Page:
Expert pharmacists provide community physicians with recommendations for optimizing success on treatment for patients with chronic lymphocytic leukemia (CLL).

Alison Duffy, PharmD, BCOP: What are your recommendations, Dr Steeves, for physicians in the community to optimize the success of these treatments?

Cody Steeves, PharmD, BCOP: I think the simplest answer to this is following the literature. We’ve said it many times, we need this literature to mature. This is a long-term, chronic illness. When we see a patient with CLL [chronic lymphocytic leukemia] walk in our doors, we expect them to have years, maybe even decades, of survival, not just trying to control the disease for a few months and see what happens.

The data will tell us more as we move along with that. I think about long-term MRD [minimum residual disease] response rates, what they may mean, the efficacy of long-term drug-free intervals, and as we mentioned, the rechallenging versus switching to a new agent, what that’s going to look like, we’re going to have to have data on that. For CLL, the nature of the disease, it probably will come back. To think that we will cure the disease in most patients is pretty unlikely; these chronic diseases generally aren’t eliminated.

So we need to figure out what we’re going to do with these patients, if and likely when the disease does return, and how many months or years that’s going to take. Additionally, I would urge physicians to use all their resources, whether it’s in-house pharmacists in the clinic, nursing staff, PAs [physician assistants] NPs [nurse practitioners], pharmacists in the specialty and community settings, use all the resources at their disposal, to provide education to the patients.

As a pharmacist in the specialty setting, nothing makes us happier than when a patient answers the phone and they say, “I already had a teaching session at the doctor’s office, but why don’t I hear it one more time from you?” These are the patients I have the most confidence are going to be the most adherent to therapy, and again, will do the best long term on the therapy because of that adherence, because they crave the education and because they’re seeking it out.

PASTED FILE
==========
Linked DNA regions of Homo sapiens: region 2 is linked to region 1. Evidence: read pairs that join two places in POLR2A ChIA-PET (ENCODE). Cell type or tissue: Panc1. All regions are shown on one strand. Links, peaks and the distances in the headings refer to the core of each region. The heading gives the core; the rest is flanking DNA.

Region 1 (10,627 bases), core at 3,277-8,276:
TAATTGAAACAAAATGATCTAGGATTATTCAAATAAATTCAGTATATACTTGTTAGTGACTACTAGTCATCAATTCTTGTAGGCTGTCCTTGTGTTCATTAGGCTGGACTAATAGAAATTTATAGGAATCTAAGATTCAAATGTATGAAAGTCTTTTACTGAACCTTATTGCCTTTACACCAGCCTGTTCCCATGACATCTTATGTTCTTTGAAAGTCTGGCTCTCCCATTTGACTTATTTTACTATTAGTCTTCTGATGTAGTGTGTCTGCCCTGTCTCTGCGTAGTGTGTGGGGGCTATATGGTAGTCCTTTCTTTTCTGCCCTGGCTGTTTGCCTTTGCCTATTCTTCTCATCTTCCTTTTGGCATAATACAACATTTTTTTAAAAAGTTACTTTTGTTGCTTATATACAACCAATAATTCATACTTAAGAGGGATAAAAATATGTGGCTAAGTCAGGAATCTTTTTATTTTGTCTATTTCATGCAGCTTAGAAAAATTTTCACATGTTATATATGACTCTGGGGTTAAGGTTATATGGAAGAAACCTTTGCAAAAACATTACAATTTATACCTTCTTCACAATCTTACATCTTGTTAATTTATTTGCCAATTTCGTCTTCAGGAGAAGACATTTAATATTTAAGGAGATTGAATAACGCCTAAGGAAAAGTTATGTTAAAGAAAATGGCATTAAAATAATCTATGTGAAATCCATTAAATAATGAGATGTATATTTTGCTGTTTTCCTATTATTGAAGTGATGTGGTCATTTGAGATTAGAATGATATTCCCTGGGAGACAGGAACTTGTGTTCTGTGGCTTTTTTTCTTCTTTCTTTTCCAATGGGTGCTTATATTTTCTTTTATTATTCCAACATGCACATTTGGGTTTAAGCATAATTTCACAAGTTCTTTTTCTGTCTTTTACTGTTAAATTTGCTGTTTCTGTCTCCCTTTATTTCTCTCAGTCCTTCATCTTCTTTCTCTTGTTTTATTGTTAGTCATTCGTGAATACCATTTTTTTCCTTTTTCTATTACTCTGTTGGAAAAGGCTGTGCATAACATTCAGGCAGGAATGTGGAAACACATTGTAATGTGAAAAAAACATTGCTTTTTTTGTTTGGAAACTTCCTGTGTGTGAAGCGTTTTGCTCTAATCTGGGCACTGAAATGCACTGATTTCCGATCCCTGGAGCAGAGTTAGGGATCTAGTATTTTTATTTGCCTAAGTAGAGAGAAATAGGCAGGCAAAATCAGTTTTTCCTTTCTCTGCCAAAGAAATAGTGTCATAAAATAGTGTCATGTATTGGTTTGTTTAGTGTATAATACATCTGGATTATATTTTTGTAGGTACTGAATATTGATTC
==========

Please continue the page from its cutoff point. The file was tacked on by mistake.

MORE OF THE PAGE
But it’s because it started in the doctor’s office with, “These are the resources we’re going to give you to help you with this therapy.” Even if the adverse effects are pretty tolerable in those cases, it’s still a complicated regimen usually, and there are a lot of issues that go along with it. What about you? Same question: how to optimize therapy for the doctors and how should they move forward?

Alison Duffy, PharmD, BCOP: I agree with everything you said. From an education perspective, something that can be really helpful is recapping, like you said, on education, using those open-ended questions that we learned about in school that sometimes get missed in the shuffle that can be enlightening to help physicians understand what some of the challenges are for patients. It might be assumed that patients are taking the drug and understand it, and maybe patients are too nervous to ask questions.